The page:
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Fringe Theatre 2018 - Erewhon, Summerhall, Four stars / The Last Straw, Summerhall, Four stars

The world is slowly but surely turned upside down in Erewhon, Arthur Meek’s quasi-steam-punk reimagining of Samuel Butler’s nineteenth century novel of the same name. Accompanied by musician Eva Prowse, who provides a dream-laced soundscape on keyboards, guitar and spectral-sounding voice, Meek’s reinvention takes the form of a magic lantern show and old-school Victorian lecture. Meek picks up Butler’s mantle to reveal an imperfect idyll that has rewound on itself, with divisive technology ditched in favour of a matriarchal queendom.

The upper-crust horror of Butler’s colonialist reaction to such progressive attempts at civilisation may be grotesquely comic, but this international co-production between New Zealand-based artist Meek and Edinburgh’s Magnetic North company nevertheless taps into an all too current attempt to rewind the clock on old ideas of empire while effectively taming the natives. Meek’s telling in Nicholas Bone’s production incorporates infinitely more modern machinery to relay his and Butler’s satire to a global village which itself might be going nowhere in a witty and lyrical excavation of times past.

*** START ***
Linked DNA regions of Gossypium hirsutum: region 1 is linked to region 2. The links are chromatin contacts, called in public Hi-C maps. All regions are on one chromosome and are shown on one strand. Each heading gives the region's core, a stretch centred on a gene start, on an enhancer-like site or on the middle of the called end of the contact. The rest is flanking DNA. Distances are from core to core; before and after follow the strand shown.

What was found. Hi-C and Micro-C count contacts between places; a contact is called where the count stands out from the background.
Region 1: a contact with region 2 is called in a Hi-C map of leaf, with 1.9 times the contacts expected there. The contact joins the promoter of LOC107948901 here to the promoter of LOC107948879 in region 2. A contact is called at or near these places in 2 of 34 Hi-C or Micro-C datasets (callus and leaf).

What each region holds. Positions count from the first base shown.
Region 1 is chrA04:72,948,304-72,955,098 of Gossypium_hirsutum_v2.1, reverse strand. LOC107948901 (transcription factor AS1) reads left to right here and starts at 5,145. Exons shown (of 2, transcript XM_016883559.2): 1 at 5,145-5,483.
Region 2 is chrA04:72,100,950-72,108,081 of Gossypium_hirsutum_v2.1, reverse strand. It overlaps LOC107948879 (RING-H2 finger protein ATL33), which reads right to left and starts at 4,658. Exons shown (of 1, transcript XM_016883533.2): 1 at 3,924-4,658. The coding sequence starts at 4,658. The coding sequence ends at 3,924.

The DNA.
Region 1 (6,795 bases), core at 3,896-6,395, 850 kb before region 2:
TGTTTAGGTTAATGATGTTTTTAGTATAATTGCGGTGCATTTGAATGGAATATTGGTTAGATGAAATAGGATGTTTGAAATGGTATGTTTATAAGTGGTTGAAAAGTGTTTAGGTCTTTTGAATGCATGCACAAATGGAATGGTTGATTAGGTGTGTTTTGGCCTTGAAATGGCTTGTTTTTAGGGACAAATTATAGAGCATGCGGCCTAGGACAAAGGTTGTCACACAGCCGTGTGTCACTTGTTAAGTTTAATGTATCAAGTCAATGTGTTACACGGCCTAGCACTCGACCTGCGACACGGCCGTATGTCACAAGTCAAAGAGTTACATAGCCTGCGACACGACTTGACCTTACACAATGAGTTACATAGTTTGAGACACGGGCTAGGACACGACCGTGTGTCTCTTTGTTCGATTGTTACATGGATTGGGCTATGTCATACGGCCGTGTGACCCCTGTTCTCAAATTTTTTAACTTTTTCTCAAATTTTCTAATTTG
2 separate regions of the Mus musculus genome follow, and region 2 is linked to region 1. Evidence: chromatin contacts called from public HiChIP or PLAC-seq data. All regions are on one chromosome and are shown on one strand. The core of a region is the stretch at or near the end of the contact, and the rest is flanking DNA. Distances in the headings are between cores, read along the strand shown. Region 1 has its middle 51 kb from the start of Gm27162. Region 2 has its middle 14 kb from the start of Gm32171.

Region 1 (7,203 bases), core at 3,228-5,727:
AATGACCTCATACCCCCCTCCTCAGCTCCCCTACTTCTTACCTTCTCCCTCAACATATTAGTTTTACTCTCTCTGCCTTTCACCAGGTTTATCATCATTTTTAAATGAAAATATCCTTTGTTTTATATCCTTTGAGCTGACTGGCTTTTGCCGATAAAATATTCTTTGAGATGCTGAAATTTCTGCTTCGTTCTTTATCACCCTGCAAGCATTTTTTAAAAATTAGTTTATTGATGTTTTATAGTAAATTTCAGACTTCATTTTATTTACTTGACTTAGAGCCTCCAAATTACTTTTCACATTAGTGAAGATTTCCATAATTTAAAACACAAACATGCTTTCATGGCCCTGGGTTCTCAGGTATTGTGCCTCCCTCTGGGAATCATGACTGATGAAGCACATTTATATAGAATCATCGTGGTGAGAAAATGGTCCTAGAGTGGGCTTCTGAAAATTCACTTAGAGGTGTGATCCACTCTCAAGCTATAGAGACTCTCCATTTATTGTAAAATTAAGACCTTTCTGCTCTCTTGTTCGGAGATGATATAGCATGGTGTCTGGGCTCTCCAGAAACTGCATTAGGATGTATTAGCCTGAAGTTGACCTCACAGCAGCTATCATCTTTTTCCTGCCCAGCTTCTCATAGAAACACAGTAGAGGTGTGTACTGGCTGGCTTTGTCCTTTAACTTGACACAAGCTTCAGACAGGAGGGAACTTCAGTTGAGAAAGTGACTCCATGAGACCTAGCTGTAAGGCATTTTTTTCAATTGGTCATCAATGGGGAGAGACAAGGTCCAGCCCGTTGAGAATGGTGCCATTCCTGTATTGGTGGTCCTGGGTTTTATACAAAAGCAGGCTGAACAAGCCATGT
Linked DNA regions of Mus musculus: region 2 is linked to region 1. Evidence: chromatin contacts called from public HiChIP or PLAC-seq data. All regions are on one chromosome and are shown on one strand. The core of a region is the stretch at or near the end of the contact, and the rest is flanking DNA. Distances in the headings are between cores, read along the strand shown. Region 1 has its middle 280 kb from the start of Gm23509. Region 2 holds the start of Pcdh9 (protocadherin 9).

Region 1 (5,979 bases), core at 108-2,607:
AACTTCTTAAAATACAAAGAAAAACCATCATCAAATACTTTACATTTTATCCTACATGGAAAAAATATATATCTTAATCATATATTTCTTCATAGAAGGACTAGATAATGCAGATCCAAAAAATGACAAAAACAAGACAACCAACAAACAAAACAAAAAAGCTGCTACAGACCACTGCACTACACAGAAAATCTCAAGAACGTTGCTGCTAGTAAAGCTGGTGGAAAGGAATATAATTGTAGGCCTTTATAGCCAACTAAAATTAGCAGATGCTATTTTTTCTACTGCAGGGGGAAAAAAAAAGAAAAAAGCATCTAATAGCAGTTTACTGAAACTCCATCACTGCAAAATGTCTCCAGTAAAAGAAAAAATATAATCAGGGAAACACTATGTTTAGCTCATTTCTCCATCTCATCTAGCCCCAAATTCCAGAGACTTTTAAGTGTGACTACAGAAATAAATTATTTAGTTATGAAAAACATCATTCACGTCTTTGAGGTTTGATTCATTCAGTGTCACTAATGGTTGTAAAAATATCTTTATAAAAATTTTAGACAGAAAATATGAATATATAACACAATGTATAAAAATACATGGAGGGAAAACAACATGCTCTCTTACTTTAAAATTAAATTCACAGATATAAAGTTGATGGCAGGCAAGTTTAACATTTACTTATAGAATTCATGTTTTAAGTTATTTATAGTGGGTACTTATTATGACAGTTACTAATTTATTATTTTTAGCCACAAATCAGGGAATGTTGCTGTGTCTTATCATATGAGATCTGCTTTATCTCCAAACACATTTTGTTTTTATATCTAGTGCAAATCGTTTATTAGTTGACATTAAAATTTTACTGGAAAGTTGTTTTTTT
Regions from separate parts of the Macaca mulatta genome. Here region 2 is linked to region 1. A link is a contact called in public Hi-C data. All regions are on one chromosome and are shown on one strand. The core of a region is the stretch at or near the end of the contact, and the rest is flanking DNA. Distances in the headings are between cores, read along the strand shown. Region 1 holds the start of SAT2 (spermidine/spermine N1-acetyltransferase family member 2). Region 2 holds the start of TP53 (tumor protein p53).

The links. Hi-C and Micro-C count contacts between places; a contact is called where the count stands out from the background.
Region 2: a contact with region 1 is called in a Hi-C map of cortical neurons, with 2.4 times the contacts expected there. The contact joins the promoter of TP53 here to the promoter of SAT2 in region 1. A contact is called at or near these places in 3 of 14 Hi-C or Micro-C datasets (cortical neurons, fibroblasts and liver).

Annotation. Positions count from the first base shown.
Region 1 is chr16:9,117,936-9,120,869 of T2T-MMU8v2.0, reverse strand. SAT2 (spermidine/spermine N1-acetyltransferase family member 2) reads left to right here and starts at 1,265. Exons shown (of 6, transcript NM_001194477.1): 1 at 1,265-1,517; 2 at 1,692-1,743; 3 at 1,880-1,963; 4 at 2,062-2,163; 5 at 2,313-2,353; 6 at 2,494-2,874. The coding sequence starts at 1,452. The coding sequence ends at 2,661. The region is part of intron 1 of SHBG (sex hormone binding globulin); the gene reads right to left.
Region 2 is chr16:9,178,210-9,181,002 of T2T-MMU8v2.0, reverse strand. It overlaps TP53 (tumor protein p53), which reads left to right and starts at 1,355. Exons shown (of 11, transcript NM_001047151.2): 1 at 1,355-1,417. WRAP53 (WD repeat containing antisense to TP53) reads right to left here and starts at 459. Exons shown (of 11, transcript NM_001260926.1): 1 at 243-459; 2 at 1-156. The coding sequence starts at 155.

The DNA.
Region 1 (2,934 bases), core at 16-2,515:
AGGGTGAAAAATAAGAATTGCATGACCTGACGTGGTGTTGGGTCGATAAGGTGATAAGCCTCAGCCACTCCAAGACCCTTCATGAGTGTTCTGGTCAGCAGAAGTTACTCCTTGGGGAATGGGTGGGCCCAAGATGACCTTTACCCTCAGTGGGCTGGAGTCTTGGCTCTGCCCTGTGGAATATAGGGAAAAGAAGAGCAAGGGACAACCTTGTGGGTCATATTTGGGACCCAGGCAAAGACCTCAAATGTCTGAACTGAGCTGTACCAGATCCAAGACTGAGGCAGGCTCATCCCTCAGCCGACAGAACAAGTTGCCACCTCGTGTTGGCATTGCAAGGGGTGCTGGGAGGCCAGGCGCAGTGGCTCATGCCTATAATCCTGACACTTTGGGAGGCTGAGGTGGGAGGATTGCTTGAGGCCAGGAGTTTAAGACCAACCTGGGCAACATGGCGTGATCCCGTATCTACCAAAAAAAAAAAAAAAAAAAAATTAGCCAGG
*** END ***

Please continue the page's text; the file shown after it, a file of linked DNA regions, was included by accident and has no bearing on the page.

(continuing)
Things are looking considerably bleaker in The Last Straw, aka People Show 130, in keeping with the UK’s premiere performance group’s meticulous chronology of their work over the last half century. Here, this newly devised show puts a man and a woman in a room, where they shelter from the blast outside as they attempt to make some kind of meaning from the shredded certainties that litter the floor.

A door acts as both barrier and gateway to who-knows-where? Low hums of sound ebb and flow throughout the pair’s exchanges, occasionally building to fever-pitch crescendos. As the survivors, Gareth Brierley and Fiona Creese go from small talk to gobbledegook to something resembling sense. When Brierley talks of a world where all-powerful bears control increasingly terrified squirrels, the metaphor isn’t hard to spot in something resembling Waiting for Godot for the post-truth age.

The Herald, August 22nd 2018

ends


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